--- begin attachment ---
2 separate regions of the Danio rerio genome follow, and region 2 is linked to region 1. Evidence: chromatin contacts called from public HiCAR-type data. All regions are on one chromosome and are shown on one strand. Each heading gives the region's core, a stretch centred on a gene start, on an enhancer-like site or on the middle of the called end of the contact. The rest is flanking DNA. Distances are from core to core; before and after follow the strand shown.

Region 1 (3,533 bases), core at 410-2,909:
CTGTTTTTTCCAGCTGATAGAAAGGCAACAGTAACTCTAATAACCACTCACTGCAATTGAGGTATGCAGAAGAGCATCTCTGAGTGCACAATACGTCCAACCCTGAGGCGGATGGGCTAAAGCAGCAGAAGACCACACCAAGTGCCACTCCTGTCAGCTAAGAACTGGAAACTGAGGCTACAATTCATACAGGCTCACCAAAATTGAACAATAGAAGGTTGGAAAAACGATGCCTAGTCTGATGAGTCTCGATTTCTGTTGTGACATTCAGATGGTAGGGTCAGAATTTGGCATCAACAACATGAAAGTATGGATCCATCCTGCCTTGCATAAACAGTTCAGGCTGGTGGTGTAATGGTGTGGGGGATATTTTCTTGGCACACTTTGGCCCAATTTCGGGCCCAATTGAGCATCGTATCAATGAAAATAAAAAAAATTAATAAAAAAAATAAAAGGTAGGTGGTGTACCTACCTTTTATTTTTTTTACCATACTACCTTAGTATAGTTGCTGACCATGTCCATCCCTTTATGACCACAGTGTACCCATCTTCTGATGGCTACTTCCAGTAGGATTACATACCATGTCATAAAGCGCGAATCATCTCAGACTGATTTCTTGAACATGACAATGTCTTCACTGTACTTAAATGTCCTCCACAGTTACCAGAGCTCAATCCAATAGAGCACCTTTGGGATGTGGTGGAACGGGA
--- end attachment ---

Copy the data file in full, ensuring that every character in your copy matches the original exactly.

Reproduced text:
2 separate regions of the Danio rerio genome follow, and region 2 is linked to region 1. Evidence: chromatin contacts called from public HiCAR-type data. All regions are on one chromosome and are shown on one strand. Each heading gives the region's core, a stretch centred on a gene start, on an enhancer-like site or on the middle of the called end of the contact. The rest is flanking DNA. Distances are from core to core; before and after follow the strand shown.

Region 1 (3,533 bases), core at 410-2,909:
CTGTTTTTTCCAGCTGATAGAAAGGCAACAGTAACTCTAATAACCACTCACTGCAATTGAGGTATGCAGAAGAGCATCTCTGAGTGCACAATACGTCCAACCCTGAGGCGGATGGGCTAAAGCAGCAGAAGACCACACCAAGTGCCACTCCTGTCAGCTAAGAACTGGAAACTGAGGCTACAATTCATACAGGCTCACCAAAATTGAACAATAGAAGGTTGGAAAAACGATGCCTAGTCTGATGAGTCTCGATTTCTGTTGTGACATTCAGATGGTAGGGTCAGAATTTGGCATCAACAACATGAAAGTATGGATCCATCCTGCCTTGCATAAACAGTTCAGGCTGGTGGTGTAATGGTGTGGGGGATATTTTCTTGGCACACTTTGGCCCAATTTCGGGCCCAATTGAGCATCGTATCAATGAAAATAAAAAAAATTAATAAAAAAAATAAAAGGTAGGTGGTGTACCTACCTTTTATTTTTTTTACCATACTACCTTAGTATAGTTGCTGACCATGTCCATCCCTTTATGACCACAGTGTACCCATCTTCTGATGGCTACTTCCAGTAGGATTACATACCATGTCATAAAGCGCGAATCATCTCAGACTGATTTCTTGAACATGACAATGTCTTCACTGTACTTAAATGTCCTCCACAGTTACCAGAGCTCAATCCAATAGAGCACCTTTGGGATGTGGTGGAACGGGA